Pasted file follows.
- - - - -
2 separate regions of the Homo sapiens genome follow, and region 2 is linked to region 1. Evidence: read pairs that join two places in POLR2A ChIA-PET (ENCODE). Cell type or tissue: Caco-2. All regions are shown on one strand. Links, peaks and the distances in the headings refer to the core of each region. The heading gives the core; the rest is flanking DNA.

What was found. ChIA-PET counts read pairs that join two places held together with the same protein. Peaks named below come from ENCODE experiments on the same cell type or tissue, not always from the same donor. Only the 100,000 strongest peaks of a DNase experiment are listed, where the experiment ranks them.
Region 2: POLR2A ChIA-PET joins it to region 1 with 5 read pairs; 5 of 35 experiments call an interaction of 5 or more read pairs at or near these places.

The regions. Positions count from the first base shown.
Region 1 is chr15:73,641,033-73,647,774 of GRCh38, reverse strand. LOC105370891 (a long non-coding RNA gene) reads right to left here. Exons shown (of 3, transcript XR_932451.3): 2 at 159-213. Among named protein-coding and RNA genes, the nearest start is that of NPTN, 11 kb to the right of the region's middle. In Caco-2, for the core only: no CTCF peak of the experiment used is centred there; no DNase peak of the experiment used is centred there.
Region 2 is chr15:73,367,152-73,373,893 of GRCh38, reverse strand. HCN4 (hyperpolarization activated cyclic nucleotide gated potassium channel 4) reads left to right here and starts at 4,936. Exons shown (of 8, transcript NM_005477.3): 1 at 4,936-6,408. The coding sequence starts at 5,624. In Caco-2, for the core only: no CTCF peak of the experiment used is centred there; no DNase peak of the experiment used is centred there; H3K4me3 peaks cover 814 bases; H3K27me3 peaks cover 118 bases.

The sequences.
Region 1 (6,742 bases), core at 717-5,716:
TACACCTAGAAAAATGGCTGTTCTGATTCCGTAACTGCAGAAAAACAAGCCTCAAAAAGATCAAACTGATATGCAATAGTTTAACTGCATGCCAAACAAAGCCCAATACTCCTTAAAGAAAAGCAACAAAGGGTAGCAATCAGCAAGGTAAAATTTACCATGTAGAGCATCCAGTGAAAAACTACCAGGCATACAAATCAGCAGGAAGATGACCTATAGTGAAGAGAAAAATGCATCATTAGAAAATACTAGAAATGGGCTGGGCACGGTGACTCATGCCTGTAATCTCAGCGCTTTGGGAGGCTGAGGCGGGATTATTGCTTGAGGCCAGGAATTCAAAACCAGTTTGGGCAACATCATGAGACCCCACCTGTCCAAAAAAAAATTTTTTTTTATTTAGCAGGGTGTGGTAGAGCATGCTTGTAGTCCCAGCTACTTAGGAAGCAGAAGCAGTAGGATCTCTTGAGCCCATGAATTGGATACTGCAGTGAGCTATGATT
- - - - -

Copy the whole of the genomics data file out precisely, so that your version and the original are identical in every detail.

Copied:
2 separate regions of the Homo sapiens genome follow, and region 2 is linked to region 1. Evidence: read pairs that join two places in POLR2A ChIA-PET (ENCODE). Cell type or tissue: Caco-2. All regions are shown on one strand. Links, peaks and the distances in the headings refer to the core of each region. The heading gives the core; the rest is flanking DNA.

What was found. ChIA-PET counts read pairs that join two places held together with the same protein. Peaks named below come from ENCODE experiments on the same cell type or tissue, not always from the same donor. Only the 100,000 strongest peaks of a DNase experiment are listed, where the experiment ranks them.
Region 2: POLR2A ChIA-PET joins it to region 1 with 5 read pairs; 5 of 35 experiments call an interaction of 5 or more read pairs at or near these places.

The regions. Positions count from the first base shown.
Region 1 is chr15:73,641,033-73,647,774 of GRCh38, reverse strand. LOC105370891 (a long non-coding RNA gene) reads right to left here. Exons shown (of 3, transcript XR_932451.3): 2 at 159-213. Among named protein-coding and RNA genes, the nearest start is that of NPTN, 11 kb to the right of the region's middle. In Caco-2, for the core only: no CTCF peak of the experiment used is centred there; no DNase peak of the experiment used is centred there.
Region 2 is chr15:73,367,152-73,373,893 of GRCh38, reverse strand. HCN4 (hyperpolarization activated cyclic nucleotide gated potassium channel 4) reads left to right here and starts at 4,936. Exons shown (of 8, transcript NM_005477.3): 1 at 4,936-6,408. The coding sequence starts at 5,624. In Caco-2, for the core only: no CTCF peak of the experiment used is centred there; no DNase peak of the experiment used is centred there; H3K4me3 peaks cover 814 bases; H3K27me3 peaks cover 118 bases.

The sequences.
Region 1 (6,742 bases), core at 717-5,716:
TACACCTAGAAAAATGGCTGTTCTGATTCCGTAACTGCAGAAAAACAAGCCTCAAAAAGATCAAACTGATATGCAATAGTTTAACTGCATGCCAAACAAAGCCCAATACTCCTTAAAGAAAAGCAACAAAGGGTAGCAATCAGCAAGGTAAAATTTACCATGTAGAGCATCCAGTGAAAAACTACCAGGCATACAAATCAGCAGGAAGATGACCTATAGTGAAGAGAAAAATGCATCATTAGAAAATACTAGAAATGGGCTGGGCACGGTGACTCATGCCTGTAATCTCAGCGCTTTGGGAGGCTGAGGCGGGATTATTGCTTGAGGCCAGGAATTCAAAACCAGTTTGGGCAACATCATGAGACCCCACCTGTCCAAAAAAAAATTTTTTTTTATTTAGCAGGGTGTGGTAGAGCATGCTTGTAGTCCCAGCTACTTAGGAAGCAGAAGCAGTAGGATCTCTTGAGCCCATGAATTGGATACTGCAGTGAGCTATGATT